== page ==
Ending violence against women is the key to ending poverty

13 June 2013

Ending violence against women and girls is the litmus test for whether ‘development’ is working in poor countries such as Afghanistan, say MPs in report by the Commons International Development Committee published today.

MPs endorse a policy framework put in place by UK government to make action to tackle the scourge of violence against women and girls a key priority for the UK government’s Department for International Development (DFID) in all areas of its work.

Launching the report, Rt. Hon. Sir Malcolm Bruce MP, Chair of International Development Committee, said,

“ Violence against women expresses a deep-seated contempt that, regrettably, persists in some countries towards women and girls. It has been the ‘forgotten Millennium Development Goal’. The way in which any nation treats its women holds the key to its social and economic advancement. When you treat women as chattels - when you mutilate them, abuse them, force them to marry early, lock them out of school or stop them entering the workforce – you fail to function as a society.”

The MPs urge the UK government to continue  its strong  international leadership on tackling sexual violence through its initiative (1) to curb the use of rape in war , but warn that:

‘The UK’s international leadership is weakened by its failure to address violence within its own borders...Robust action should be taken to counter political correctness and address culturally sensitive practices such as female genital mutilation within the UK.’

The Committee highlights how DFID recently launched a new £35m programmes to address female genital mutilation. “140 million girls and women worldwide have suffered from this harrowing practice, which is usually performed on children by unskilled practitioners with unsterilized instruments and no anaesthetic,” says Sir Malcolm.

“As several witnesses made plain to our inquiry, female genital mutilation often leads to infection (sometimes fatal) and severe pain during urination, menstruation, intercourse and childbirth, as well as lasting psychological trauma.”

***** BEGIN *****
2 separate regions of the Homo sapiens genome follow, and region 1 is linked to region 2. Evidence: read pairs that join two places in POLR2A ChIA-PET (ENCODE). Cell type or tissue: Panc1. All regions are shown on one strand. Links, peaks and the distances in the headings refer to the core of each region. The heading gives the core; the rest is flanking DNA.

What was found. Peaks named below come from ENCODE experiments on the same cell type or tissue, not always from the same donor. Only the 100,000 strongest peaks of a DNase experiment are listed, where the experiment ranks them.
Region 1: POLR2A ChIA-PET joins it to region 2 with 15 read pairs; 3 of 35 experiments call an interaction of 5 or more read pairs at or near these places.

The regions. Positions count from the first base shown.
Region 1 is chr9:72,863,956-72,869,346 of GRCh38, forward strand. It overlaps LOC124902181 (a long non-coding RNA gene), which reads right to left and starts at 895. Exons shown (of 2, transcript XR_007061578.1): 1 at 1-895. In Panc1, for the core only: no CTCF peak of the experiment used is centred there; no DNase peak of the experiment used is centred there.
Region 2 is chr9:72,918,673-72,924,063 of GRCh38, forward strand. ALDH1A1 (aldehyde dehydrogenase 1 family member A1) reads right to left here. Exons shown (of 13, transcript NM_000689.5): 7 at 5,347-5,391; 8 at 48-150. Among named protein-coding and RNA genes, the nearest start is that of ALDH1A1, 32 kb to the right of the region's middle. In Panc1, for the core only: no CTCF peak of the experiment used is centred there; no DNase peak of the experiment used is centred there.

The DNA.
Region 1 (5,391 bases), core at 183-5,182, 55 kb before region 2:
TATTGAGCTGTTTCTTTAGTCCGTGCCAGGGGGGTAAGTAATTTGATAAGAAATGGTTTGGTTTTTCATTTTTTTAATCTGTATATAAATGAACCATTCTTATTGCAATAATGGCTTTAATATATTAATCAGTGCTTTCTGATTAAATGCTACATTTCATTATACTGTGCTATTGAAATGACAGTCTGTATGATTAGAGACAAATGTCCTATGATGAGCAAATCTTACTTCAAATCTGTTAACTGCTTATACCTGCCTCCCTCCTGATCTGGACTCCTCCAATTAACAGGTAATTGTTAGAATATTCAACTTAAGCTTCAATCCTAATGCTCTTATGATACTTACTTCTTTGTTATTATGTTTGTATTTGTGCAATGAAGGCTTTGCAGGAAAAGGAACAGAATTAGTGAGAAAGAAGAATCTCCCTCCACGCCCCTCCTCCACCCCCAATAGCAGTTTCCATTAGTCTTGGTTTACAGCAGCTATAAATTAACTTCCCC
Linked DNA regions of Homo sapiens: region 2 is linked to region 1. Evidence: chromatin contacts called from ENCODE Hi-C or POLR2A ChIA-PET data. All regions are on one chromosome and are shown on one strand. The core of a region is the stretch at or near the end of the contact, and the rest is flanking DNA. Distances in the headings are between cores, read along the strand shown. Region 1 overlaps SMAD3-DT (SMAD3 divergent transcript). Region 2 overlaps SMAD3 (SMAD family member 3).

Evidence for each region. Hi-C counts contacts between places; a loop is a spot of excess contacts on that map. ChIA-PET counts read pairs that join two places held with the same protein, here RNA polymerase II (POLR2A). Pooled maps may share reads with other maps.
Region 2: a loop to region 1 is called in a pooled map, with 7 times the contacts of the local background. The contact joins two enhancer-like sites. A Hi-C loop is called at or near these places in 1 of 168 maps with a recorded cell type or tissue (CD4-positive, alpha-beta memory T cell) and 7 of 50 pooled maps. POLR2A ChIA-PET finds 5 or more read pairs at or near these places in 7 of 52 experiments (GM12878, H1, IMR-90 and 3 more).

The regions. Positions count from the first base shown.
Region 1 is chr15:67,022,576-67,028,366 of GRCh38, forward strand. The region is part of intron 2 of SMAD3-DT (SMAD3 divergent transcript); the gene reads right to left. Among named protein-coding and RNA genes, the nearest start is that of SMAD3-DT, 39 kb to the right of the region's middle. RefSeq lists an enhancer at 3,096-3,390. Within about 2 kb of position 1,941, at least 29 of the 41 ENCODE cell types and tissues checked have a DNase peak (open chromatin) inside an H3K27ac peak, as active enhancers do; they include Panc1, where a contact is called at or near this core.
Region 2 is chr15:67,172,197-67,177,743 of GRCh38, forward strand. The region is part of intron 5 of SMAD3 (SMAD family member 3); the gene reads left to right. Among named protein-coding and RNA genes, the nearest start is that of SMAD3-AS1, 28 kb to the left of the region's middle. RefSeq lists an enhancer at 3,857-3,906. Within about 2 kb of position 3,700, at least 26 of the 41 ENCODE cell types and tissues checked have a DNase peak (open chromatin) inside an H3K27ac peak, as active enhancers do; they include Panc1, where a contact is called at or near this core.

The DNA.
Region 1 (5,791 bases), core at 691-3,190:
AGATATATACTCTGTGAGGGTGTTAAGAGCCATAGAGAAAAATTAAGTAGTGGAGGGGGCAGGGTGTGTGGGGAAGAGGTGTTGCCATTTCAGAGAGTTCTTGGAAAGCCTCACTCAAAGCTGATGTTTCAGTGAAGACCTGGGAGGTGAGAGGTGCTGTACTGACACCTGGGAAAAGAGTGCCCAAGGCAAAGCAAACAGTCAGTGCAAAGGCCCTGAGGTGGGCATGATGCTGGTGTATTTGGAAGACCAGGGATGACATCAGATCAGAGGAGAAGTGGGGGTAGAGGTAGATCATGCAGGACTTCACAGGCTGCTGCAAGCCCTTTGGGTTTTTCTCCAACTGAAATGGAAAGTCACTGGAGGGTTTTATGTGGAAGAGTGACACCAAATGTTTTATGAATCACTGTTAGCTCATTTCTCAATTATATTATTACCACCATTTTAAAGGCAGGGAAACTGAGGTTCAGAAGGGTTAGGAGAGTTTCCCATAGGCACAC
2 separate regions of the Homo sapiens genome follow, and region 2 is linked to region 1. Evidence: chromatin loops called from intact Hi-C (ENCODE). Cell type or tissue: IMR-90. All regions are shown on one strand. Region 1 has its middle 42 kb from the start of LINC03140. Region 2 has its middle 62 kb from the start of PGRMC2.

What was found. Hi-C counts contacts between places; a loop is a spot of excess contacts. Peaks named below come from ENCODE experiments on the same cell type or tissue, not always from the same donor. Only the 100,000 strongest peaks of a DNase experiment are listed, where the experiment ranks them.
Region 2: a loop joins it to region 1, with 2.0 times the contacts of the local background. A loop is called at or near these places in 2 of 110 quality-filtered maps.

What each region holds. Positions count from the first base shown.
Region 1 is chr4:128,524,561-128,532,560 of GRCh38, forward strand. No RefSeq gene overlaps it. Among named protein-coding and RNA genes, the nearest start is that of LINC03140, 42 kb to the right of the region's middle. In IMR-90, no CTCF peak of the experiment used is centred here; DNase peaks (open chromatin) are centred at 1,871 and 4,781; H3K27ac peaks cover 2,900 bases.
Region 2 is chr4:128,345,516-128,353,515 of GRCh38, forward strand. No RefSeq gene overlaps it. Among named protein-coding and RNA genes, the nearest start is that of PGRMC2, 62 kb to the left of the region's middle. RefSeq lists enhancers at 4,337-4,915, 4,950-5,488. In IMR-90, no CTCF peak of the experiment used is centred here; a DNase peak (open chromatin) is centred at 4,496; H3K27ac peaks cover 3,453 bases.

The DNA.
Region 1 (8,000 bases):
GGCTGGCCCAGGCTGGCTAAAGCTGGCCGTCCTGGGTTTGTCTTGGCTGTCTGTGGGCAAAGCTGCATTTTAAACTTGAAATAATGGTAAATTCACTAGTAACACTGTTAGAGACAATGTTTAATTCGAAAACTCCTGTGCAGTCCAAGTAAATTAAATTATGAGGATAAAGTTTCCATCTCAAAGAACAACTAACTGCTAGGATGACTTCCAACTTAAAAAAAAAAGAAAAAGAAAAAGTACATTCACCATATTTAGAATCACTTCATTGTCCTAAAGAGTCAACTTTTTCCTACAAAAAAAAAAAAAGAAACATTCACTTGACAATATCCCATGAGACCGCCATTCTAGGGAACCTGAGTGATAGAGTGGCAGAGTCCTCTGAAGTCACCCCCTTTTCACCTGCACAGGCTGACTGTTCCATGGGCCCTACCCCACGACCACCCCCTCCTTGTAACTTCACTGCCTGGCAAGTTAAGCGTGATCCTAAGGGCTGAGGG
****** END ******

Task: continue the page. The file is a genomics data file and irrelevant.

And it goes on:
Focusing on the UK, the Committee emphasises that at least 20,000 girls are at risk of female genital mutilation today in the UK, and a further 66,000 women live with the lifetime impact of it on their health and wellbeing.

Commenting on this, Committee member Pauline Latham MP said, “We need as a matter of urgency to see cross-government cooperation to tackle all  sexual and physical violence against women, as thousands of women and girls suffer on our streets or in their own homes.”

In particular, the Committee concludes that it is unforgivable for no single prosecution for female genital mutilation to have place in the UK since this form of abuse became illegal in 1985.

“This undermines our own credibility and the programmes we fund to stamp out female genital mutilation in countries like Somalia (2). For DFID to meet its goal to eradicate this brutal practice within a generation, the UK Government  must also act on this issue in the UK, ” adds  Sir Malcolm Bruce.

The report also recommends rapid action by the UK to tackle early marriage through aid projects that it funds. One-third of girls across the developing world are married by the age of 18, a practice that routinely exposes many young women to significantly greater  risks of  domestic violence and marital rape.

Speaking about early marriage, Committee member Fiona Bruce MP said, “We visited Ethiopia where many people tolerate or even condone this mistreatment of young women and where nearly 70% of Ethiopian women believe husbands have a right to beat their wife . We also met girls(3) who’d been despatched to married life as young as seven years old. Hearing of these experiences emphasised how critical work is to change these issues,  and we saw some excellent DFID funded  projects that are changing attitudes towards these damaging practices.”

The report also called on the UK Government to send a clear message to UN and other agencies which run refugee camps that UK funding is contingent on women’s safety measures – such as lockable latrines and safe access to firewood - being placed top of the list of emergency measures when a crisis unfolds.

MPs also urge DFID to further build its own staff capacities and skills to implement new initiatives and programmes in line with the   new policies and guidance on women and violence that the Department has produced.

Commenting further Sir Malcolm added, “It is vital that the tide of rape and abuse that accompanies conflict around the world today is challenged. The UK must build on the position of real leadership that it has carved out for itself on this issue by delivering this message through all areas of its international development work.

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